Asterisk Phone Inventory / Useragent List

Create batch file with below and run the script. It will list down the Useragent, Contact & Username.

asterisk -rx “sip show peers” | cut -f1 -d/ | grep -P ‘\d\d\d\d’ | grep -vP ‘(UNKNOWN|Unmonitored)’ |
while read PEER
asterisk -rx “sip show peer ${PEER}” |
grep -P “(Useragent|Contact|Username)”
echo “====”

Asterisk/FreePBX – How to restrict an extension to call certain extension only

There may come a time that you want a public access phone that can only dial out a certain set of extensions. To accomplish this, a custom context needs to be created and applied to that extension.

Here’s the scenario.
Extension 312 is the public access phone. This should only be able to dial x530 & x555. All other calls needs to be terminated.

Define the context in extensions_additional.conf

exten => 530,1,goto(from-internal,${EXTEN},1)
exten => 555,1,goto(from-internal,${EXTEN},1)
exten => _.,1,hangup()

If FreePBX, go inside the extension and the context from from-internal->from-intercom. Apply the settings and you’re good to go.

Asterisk/FreePBX Blind Transfer Return Call to Origin

Another customer of ours requested this feature. By default, with blind transfers if the internal destination doesn’t answer the call, it goes to vociemail or terminates if vociemail is not configured. This customer wanted to return the call to the originator so that they can direct the call elsewhere.

You need to modify two places. They’re listed below.

TRANSFER_CONTEXT = custom-test_transfer

exten => _X.,1,NOOP(entering custom-test_transfer)
exten => _X.,n,set(timeoutd=25) ; set timeout in seconds
exten => _X.,n,set(extLeng=${LEN(${EXTEN})})
exten => _X.,n,noop(the extenlength is ${extLeng})
exten => _x.,n,dial(local/${EXTEN}@from-internal,${timeoutd})
exten => _X.,n,Gotoif($[“$\{DIALSTATUS}”=”ANSWER”]?hangup,callback)
exten => _X.,n,Set(CALLERID(name)=RB:${CALLERID(name)})
exten => _X.,n(callback),dial(local/${BLINDTRANSFER:4:${extLeng}}@from-internal)
exten => _X.,n(hangup),hangup()
exten => _*X.,1,dial(local/${EXTEN}@from-internal,15)
exten => _*X.,n,hangup()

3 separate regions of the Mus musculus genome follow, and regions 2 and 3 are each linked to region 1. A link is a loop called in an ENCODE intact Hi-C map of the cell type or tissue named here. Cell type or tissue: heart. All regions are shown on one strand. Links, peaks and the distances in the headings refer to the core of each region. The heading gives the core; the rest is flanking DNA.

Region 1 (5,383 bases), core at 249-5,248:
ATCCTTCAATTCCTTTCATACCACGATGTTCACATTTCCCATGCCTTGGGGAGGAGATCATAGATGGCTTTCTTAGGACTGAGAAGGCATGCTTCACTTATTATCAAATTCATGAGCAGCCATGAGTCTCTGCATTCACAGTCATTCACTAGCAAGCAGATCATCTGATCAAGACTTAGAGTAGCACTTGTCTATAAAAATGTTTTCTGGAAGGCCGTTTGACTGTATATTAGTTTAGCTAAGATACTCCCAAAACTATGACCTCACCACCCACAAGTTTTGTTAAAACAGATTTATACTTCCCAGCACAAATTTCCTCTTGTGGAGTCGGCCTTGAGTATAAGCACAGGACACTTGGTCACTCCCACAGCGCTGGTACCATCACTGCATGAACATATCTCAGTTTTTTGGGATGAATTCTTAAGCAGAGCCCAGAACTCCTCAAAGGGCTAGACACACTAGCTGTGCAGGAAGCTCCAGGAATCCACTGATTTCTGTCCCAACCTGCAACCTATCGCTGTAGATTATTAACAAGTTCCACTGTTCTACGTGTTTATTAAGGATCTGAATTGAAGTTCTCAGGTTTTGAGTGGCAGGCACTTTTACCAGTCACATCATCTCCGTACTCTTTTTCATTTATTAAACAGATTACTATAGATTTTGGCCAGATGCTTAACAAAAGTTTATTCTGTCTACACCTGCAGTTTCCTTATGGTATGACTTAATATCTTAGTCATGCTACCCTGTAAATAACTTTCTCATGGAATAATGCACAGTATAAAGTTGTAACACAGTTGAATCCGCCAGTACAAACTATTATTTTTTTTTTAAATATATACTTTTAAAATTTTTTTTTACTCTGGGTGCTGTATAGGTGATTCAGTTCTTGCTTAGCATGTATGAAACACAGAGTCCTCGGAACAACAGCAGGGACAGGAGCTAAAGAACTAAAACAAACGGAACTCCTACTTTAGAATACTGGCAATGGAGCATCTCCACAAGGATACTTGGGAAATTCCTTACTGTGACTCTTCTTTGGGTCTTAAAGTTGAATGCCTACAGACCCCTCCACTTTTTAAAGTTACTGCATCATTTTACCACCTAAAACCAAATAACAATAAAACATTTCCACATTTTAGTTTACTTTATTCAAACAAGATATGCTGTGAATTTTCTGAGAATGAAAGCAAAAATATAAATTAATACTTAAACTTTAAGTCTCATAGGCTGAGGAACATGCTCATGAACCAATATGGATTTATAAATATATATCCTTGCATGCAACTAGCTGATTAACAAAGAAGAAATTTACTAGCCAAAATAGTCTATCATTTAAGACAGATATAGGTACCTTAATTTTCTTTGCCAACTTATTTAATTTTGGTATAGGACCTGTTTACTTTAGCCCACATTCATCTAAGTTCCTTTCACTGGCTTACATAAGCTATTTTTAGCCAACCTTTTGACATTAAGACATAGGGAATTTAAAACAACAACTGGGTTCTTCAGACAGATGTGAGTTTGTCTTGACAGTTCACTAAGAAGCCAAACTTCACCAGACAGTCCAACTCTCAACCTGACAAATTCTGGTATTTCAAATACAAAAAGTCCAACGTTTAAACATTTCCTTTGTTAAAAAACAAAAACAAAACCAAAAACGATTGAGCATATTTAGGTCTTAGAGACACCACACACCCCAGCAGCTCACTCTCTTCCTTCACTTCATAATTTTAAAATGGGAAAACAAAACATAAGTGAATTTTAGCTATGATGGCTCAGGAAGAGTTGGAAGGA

Once setup, reload asterisk and test this out.


There are several other scripts out there, but this is the one that worked correctly for me.

Common Issues with MOH – Asterisk/FreePBX

When working with MOH (Music on Hold) files in Asterisk/FreePBX I’ve come across a few issues that can occur regularly mainly due to human error. Best way to identify the issue is to check CLI entries when putting on hold as they give distinct clues as to what the problem is.

First one is that you get an error message stating cannot open or find the file. This is a permission issue. Make sure the MOH files are awned by asterisk user and has correct file permissions. This has happened to me more than one occasion when I’ve uploaded the file via SSH instead of the GUI or after doing a volume change using sox.

Second one you’d get is something on the line of unknown stream or unsupported format. Which simply means that asterisk doesn’t have the required tools to play the file.
With my customers, what I normally do is convert the files to wav files, on 8000 Hz, 16 bit, Mono settings using “Nero Wave Editor” and upload the files. This resolves many problems with different formats as well as reduces CPU load.

Final issue can be rectified using one of my earlier post.  :

Asterisk/FreePBX add Listen/Whisper/Barge facilities to your PABX

A few of our customers wanted a feature to listen to other calls. Asterisk/FreePBX already provides ChanSpy, but the problem with it is that you cannot select what extension to listen to. After some digging around, found a few sites with instructions to get this done.

So here’s what I used to implement this. If you’re using this as it is, make sure that there are no feature codes using *222/*223 & *224.

Add below snippet to extensions_custom.conf. Reload asterisk and you’re good to go. To listen on extension 123, simply dial *222123.


exten => _*222x.#,1,Macro(user-callerid,)
exten => _*222x.#,n,Answer
exten => _*222x.#,n,NoCDR
exten => _*222x.#,n,Wait(1)
exten => _*222x.#,n,ChanSpy(sip/${EXTEN:4},q)
exten => _*222x.#,n,Hangup

exten => _*223x.#,1,Macro(user-callerid,)
exten => _*223x.#,n,Answer
exten => _*223x.#,n,NoCDR
exten => _*223x.#,n,Wait(1)
exten => _*223x.#,n,ChanSpy(sip/${EXTEN:4},qw)
exten => _*223x.#,n,Hangup

exten => _*224x.#,1,Macro(user-callerid,)
exten => _*224x.#,n,Answer
exten => _*224x.#,n,NoCDR
exten => _*224x.#,n,Wait(1)
exten => _*224x.#,n,ChanSpy(SIP/${EXTEN:4},qB)